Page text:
In another neighborhood, near Calvary Southern Baptist Church, other teams of witnesses experienced servanthood evangelism, the concept of sharing the love of Christ through unmerited acts of kindness. In this case, volunteers gave residents at 450 homes a light bulb, chosen because it is a universal need that carries a valuable message.
“We ask people that every time they turn on the light they remember that Jesus Christ is the light of the world, and that our church wants to shine some light in their life,” said David Wheeler, evangelism director for the Baptist Convention of Indiana and leader of the servanthood evangelism workshop. Wheeler said he personally was able to lead two individuals to Christ through the encounters.
“It opens the door to the gospel, because many of them asked, ‘Why are you doing this?’” Wheeler said. “One lady said, ‘I want my whole family to come to Christ.’”
Wheeler said servanthood evangelism also is effective in involving church members who otherwise would remain on the sidelines in evangelism. Many will be ignited with a passion for evangelism as a result of their participation, he said, and will become a consistent witness through other methods.
“Some people will never graduate past this. But at least they’re out there, planting seed,” Wheeler said.
During another Sept. 10 workshop, participants personally made sandwiches for bag lunches as part of a domestic hunger awareness workshop, designed to highlight the needs and evangelistic opportunities in hunger ministry. The lunches were later distributed among the homeless in downtown San Diego, accompanied by a gospel witness.
“We are creating an awareness that poverty and hunger are still a reality in our country,” said Donoso Escobar, a church and community ministries associate for the North American Mission Board. He noted welfare legislation reform is placing more of an opportunity for meeting such needs on churches.
“The need is there, and churches that are responding to hunger needs are experiencing professions of faith,” he said.
That same evening a group of 58 women, including 36 from the local Coronado Baptist Church, participated in another evangelistic concept: a dinner for women featuring a noted speaker as well as a presentation of the gospel. Kay Warren, wife of prominent Southern Baptist pastor and author Rick Warren, spoke to the group on balancing life’s many demands, according to Jaye Martin, a family evangelism associate for NAMB. Two ladies made professions of faith, and 10 rededicated their lives to Christ.
Martin also conducted a demonstration a day earlier for conference participants of a Christmas Traditions Open House, a holiday home tour that incorporates a gospel presentation into the Christmas story.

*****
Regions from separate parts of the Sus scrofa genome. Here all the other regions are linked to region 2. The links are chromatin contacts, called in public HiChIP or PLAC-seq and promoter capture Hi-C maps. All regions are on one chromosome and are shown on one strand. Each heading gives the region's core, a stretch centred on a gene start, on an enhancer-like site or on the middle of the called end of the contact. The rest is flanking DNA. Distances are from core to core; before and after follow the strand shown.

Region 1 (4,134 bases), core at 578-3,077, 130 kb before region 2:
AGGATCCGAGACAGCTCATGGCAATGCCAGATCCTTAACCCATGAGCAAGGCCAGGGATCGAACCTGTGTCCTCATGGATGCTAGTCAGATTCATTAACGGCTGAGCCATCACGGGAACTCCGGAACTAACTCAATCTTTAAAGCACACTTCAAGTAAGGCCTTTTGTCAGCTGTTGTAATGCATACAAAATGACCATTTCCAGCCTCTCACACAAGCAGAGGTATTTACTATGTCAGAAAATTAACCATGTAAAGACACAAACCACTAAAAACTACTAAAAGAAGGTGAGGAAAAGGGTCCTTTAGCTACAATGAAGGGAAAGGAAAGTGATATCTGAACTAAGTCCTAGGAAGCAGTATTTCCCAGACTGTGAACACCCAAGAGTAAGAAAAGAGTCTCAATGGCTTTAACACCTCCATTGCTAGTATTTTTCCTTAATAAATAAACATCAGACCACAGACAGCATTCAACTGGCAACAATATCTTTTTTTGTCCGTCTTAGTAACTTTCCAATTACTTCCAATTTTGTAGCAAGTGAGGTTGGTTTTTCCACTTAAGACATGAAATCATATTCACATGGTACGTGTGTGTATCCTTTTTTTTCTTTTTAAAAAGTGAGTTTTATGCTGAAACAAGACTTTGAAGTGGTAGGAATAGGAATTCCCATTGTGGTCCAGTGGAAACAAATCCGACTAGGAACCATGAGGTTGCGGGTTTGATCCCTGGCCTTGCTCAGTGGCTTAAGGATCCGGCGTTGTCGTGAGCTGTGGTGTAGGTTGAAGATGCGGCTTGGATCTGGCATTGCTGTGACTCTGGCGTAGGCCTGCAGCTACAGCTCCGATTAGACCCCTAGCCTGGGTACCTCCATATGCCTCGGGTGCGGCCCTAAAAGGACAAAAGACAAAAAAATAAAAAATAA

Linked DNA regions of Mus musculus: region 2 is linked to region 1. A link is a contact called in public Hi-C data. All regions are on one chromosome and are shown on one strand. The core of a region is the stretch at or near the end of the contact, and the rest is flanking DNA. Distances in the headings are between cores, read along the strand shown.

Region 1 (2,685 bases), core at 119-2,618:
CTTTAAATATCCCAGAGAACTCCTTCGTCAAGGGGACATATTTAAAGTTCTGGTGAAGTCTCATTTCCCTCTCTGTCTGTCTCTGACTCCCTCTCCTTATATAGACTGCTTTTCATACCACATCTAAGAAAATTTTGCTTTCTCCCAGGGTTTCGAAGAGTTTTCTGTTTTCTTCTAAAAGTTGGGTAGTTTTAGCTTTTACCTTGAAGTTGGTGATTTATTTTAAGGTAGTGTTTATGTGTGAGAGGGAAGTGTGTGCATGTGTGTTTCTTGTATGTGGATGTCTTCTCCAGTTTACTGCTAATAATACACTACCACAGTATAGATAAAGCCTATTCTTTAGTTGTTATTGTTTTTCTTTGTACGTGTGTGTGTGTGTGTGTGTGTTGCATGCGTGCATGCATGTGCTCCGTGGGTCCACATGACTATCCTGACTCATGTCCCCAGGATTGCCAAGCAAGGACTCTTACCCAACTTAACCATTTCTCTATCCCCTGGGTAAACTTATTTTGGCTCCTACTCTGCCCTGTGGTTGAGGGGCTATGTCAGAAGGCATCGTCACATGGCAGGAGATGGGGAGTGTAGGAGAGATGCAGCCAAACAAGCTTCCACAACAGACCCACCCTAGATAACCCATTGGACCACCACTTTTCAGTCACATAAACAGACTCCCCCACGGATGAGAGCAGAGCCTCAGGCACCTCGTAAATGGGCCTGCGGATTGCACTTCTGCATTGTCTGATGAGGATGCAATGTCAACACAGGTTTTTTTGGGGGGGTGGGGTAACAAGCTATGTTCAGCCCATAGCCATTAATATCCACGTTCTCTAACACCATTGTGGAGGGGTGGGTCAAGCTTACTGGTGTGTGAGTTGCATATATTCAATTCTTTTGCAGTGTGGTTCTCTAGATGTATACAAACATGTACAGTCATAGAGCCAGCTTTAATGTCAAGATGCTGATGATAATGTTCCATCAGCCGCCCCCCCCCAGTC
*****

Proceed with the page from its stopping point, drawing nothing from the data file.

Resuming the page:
The last of the experiential workshops, on inner-city evangelism, was actually a condensed version of the five-day Inner-City Evangelism Conference conducted concurrently at Highland Park Baptist Church in nearby National City. The full conference also included training in Continuing Witness Training (CWT) and the SAFE (Setting Alcoholics Free Eternally) addiction recovery program.
The first members of NAMB’s Inner City Evangelism (ICE) Team, a group of about 15 trained witnesses, hit the streets on Sept. 5, two days before the ICE Conference actually began. They worked with a number of churches, training witnesses and seeing hundreds led to Christ throughout the week.
Joe Cowan, one of the team’s leaders and a layman from San Antonio, said they found the same hunger for the gospel they usually see among inner-city residents — as well as a tremendous lack of knowledge of Christ.
“Of all the children I spoke with, not one of them knew who Jesus was,” Cowan said, adding only one adult had been able to give a clear description of what Christ had accomplished on the cross. “That was an awesome thing, to have such a high level of spiritual illiteracy.”
He also said it was encouraging to see Christians transformed so quickly into committed soul-winners. A group from Primera Iglesia Bautista on the Mexican border went out with the ICE team Sept. 6, and the group saw 130 people profess faith in Christ in one afternoon.
“These people are fired up and ready to go,” he said. “I’m convinced they’re going back in those areas, but this time they are experienced soul-winners.”

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  • James Dotson